He closes with another a capella song, ‘The Parting Glass’, a folk song of obscure Scots/Irish origins which may not obviously be connected to the blues, except that as Mottershead rightly points out, cross-fertilisation was part of blues, country and folk music in America.  And it’s also interesting to contemplate the evolution of the blues over the decades from these stripped down beginnings.

No time for an encore on a tight Fringe schedule, but this is an hour well spent, in the company of an excellent guide.

Tuesday, August 4, 2015

The Rising Souls - Tron Kirk, Edinburgh, 2 August 2015

Festival time is upon us in Edinburgh, and The Rising Souls are busy.  Hotfoot from doing a set at the Hard Rock Café Festival stage in St Andrews Square, they pitch up at the Tron Kirk, plug in, get miked up, check the monitors, and get straight on with the business of delivering their ‘stripped back soul’.
The Tron is an atmospheric venue, and fills up nicely with a mixture of tourists and, I suspect, Souls fans.  With a new album in the offing, the band deliver a 45 minute set that leans heavily on new material, starting off with the rhythmic ‘Give To The Women’.  Right away it’s apparent that the be-hatted Tom Reed has everything going on in the percussion department – cajón, cymbal, and tambourine and shakers on his feet.  ‘Down By The River’ follows, a simple, slower song with a dash of country in the mix.
The Rising Souls heat up the Tron Kirk
But it’s with ‘That Girl Is A Hurricane’ that the set takes flight, as Dave Archibald’s acoustic guitar and Roy ‘Kelso’ Laing’s bass combine with Reed’s box on quiet verses and a stomping chorus, with some tasty harmonies thrown in for good measure.  It begs for, and ultimately kicks off, a ‘Hey Jude’-ish singalong, which in turn is the springboard for a storming crescendo.  Dave Archibald may have a barnstormer of a soulful voice, but this is one of numerous songs that demonstrate he’s also a stonkingly good songwriter.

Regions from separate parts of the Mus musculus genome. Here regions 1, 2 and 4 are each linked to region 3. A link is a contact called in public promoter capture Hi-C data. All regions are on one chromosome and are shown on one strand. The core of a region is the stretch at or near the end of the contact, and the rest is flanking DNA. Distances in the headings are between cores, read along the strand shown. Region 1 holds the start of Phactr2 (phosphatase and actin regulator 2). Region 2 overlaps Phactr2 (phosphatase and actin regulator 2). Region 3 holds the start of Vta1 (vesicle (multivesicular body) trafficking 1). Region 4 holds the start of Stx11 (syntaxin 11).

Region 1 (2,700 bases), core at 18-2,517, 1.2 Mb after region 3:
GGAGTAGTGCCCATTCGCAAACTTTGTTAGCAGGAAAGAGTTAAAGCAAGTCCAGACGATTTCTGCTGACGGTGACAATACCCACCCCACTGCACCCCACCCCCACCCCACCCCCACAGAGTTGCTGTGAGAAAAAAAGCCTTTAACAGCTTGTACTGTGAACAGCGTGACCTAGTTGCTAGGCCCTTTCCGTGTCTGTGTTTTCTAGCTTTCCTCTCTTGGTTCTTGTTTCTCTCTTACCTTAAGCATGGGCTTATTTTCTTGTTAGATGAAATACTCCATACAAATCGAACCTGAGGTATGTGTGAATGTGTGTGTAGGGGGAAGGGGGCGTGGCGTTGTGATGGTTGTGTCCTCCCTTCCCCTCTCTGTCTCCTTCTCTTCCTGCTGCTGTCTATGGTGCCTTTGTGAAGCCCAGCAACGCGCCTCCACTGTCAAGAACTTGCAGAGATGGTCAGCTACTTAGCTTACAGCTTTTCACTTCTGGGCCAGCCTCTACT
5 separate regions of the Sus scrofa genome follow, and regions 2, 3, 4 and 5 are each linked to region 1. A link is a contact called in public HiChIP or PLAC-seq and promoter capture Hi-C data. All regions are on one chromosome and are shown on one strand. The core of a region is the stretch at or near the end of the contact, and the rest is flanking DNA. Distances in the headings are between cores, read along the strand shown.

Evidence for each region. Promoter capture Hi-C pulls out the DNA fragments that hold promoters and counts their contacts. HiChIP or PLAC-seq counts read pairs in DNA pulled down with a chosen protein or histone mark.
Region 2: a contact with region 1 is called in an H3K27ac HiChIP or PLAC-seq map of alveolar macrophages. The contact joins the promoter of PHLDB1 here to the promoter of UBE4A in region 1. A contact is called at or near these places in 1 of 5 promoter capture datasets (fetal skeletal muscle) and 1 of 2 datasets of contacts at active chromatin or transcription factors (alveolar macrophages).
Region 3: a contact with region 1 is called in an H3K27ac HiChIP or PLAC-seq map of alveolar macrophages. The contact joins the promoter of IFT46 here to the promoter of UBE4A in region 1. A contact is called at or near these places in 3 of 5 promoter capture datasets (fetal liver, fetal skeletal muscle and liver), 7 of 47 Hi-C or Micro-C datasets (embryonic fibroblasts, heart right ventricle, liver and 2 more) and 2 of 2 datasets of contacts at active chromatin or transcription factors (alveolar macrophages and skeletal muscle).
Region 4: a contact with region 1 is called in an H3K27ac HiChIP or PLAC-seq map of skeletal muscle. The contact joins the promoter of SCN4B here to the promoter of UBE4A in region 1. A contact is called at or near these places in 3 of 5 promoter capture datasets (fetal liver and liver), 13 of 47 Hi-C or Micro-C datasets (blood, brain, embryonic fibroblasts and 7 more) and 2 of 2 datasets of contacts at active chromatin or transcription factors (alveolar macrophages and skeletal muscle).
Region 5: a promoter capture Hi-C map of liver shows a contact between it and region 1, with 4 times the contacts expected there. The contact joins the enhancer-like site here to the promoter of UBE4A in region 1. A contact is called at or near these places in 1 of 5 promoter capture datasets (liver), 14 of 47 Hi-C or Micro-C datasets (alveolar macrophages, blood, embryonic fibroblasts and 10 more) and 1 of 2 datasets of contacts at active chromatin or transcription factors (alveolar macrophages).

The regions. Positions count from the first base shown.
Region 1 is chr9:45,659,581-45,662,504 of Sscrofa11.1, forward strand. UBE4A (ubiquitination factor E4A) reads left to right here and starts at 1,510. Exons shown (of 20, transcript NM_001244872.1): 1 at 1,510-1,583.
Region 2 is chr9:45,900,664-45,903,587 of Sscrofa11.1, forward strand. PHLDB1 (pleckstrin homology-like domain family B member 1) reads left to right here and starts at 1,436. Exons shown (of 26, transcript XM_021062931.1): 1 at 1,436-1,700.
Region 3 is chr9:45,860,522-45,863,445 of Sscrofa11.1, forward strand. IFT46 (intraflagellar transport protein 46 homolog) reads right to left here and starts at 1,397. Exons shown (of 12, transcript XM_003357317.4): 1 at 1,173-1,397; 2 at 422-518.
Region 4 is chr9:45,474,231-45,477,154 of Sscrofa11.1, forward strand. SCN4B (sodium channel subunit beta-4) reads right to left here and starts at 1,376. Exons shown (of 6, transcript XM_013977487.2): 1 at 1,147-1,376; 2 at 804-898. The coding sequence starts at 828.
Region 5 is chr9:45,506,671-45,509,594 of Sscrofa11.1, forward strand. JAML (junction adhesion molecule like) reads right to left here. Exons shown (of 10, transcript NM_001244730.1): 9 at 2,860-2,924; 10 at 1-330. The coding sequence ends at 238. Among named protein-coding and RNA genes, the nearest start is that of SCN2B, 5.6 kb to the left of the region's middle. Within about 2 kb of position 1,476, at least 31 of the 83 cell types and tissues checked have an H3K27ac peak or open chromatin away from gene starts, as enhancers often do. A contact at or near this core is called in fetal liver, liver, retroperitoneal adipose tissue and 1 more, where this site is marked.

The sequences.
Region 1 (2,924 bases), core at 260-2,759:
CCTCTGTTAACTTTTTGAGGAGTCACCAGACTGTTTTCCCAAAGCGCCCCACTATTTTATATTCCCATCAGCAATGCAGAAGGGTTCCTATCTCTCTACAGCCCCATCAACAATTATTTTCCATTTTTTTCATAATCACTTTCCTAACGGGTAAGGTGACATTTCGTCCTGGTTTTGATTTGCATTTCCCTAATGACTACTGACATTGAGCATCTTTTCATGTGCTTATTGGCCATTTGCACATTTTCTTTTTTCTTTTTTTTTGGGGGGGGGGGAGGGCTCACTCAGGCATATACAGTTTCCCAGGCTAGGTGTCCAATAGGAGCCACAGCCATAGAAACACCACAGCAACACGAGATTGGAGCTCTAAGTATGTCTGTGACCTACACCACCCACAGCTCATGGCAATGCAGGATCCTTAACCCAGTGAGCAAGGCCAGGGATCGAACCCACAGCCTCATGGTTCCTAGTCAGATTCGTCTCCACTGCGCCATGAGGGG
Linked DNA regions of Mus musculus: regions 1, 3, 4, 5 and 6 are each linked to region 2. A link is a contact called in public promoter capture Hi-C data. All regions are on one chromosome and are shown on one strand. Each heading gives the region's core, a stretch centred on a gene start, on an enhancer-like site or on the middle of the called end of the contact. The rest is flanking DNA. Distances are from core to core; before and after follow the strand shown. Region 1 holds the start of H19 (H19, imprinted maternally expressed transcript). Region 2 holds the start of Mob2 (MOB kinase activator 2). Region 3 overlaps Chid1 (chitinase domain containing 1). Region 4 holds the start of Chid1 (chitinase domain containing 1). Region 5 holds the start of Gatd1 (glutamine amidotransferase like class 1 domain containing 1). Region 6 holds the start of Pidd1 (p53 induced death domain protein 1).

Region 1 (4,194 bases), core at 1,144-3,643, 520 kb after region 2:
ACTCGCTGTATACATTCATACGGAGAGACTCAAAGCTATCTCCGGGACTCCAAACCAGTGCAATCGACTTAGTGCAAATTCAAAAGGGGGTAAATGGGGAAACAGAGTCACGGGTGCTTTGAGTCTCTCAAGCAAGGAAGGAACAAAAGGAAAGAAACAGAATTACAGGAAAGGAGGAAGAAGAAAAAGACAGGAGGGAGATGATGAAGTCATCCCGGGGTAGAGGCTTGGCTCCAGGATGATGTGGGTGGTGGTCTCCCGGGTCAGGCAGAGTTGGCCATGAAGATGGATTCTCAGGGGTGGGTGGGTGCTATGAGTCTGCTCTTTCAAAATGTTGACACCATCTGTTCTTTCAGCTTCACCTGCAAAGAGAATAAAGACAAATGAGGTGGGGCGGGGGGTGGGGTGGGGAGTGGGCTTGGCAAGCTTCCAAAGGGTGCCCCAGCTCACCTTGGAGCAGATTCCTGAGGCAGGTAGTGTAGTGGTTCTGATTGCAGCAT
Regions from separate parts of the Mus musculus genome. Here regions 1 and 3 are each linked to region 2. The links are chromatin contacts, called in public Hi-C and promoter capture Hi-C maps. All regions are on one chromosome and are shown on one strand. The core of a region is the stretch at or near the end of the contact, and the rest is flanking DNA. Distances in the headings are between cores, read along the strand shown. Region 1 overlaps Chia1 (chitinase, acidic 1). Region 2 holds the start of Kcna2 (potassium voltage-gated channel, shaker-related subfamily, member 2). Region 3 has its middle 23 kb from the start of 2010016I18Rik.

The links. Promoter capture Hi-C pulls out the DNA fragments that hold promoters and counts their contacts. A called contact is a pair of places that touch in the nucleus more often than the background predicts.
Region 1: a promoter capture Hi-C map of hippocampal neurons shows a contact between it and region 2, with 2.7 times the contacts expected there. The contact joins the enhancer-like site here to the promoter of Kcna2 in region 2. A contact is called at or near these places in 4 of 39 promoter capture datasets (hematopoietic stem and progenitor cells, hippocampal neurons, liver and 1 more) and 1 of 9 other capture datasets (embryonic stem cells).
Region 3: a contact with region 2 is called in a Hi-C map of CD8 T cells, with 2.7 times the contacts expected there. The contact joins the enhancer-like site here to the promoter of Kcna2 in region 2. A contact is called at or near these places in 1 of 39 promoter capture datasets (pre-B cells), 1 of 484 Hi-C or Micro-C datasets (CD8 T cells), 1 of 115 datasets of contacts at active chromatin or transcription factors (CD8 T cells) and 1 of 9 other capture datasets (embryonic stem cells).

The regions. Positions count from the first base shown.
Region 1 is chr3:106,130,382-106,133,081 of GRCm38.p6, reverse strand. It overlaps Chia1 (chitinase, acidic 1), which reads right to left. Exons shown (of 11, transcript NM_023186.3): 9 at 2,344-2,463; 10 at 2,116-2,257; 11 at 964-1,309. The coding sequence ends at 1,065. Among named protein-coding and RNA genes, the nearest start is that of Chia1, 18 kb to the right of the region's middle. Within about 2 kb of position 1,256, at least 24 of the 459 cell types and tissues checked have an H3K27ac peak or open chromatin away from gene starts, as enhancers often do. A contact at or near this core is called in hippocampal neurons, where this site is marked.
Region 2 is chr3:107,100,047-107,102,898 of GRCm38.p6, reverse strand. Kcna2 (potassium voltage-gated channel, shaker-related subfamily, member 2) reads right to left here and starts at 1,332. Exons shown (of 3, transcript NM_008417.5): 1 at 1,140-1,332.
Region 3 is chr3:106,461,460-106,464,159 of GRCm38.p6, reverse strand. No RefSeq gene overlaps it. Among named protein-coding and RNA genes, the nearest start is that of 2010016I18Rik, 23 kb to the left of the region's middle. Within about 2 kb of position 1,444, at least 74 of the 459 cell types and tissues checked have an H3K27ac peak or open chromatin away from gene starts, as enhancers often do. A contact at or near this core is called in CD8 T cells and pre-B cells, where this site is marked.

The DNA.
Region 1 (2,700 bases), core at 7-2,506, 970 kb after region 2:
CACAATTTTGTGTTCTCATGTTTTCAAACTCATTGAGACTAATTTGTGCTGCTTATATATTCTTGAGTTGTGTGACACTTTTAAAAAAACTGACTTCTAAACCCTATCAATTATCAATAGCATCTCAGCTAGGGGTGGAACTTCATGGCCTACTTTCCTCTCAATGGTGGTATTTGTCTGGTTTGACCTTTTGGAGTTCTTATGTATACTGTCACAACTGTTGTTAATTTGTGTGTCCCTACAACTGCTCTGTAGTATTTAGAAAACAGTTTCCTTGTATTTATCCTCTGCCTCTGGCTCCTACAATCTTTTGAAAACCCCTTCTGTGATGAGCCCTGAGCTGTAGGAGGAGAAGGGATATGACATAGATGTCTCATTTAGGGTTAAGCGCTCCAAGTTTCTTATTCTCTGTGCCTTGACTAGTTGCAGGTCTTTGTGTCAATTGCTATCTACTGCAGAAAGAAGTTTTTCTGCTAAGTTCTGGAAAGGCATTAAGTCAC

‘Lay That Tango Down’ is bluesier, rocking along over a nagging, picked guitar line.  They follow it up with a cover of ‘Pressure And Time’ by Rival Sons, Archibald’s favourite current band, which slots into their sound perfectly.  Choppy and funky, it shows just how tight they are, with Laing’s bass locked into Reed’s cajón.
The format may be acoustic, but they make terrific use of dynamics and changes in pace to bring variety to their sound, qualities that are clearly in evidence as they bring things to a peak.  ‘The Boxer’, from their 2014 mini-album (previously reviewed here), has a great hook from the very first chord, and by way of a cheeky bass solo from Laing (which I do believe quotes MC Hammer’s ‘Can’t Touch This’, of all things) segues into ‘The Boxer Part 2’ from the forthcoming full-scale album.  With a riff that has distinctly Keef-like undertones, and a vocal straight out of a Stax single from the late Sixties, it cranks up the atmosphere big time.  ‘She’d Better Lift It Up’ features funky, wandering bass, and by this time Tom Reed is sweating bullets, drawing an extra loud cheer of appreciation when he’s introduced by Archibald.
‘Steady As She Goes’ is more laid back, and perhaps not as strong as the other material on display, despite some nice guitar towards the end.  But ‘Sorry That I Love You’ is a rousing set closer, with great vocal phrasing from Archibald, and a great chorus that drives the crowd into clapping along.
The Rising Souls are a singular kind of three-piece, with their no frills approach.  But this short set offers yet more evidence of their quality.  They’re playing here and there in Edinburgh every couple of days in the coming weeks.  If you’re in town, go see them.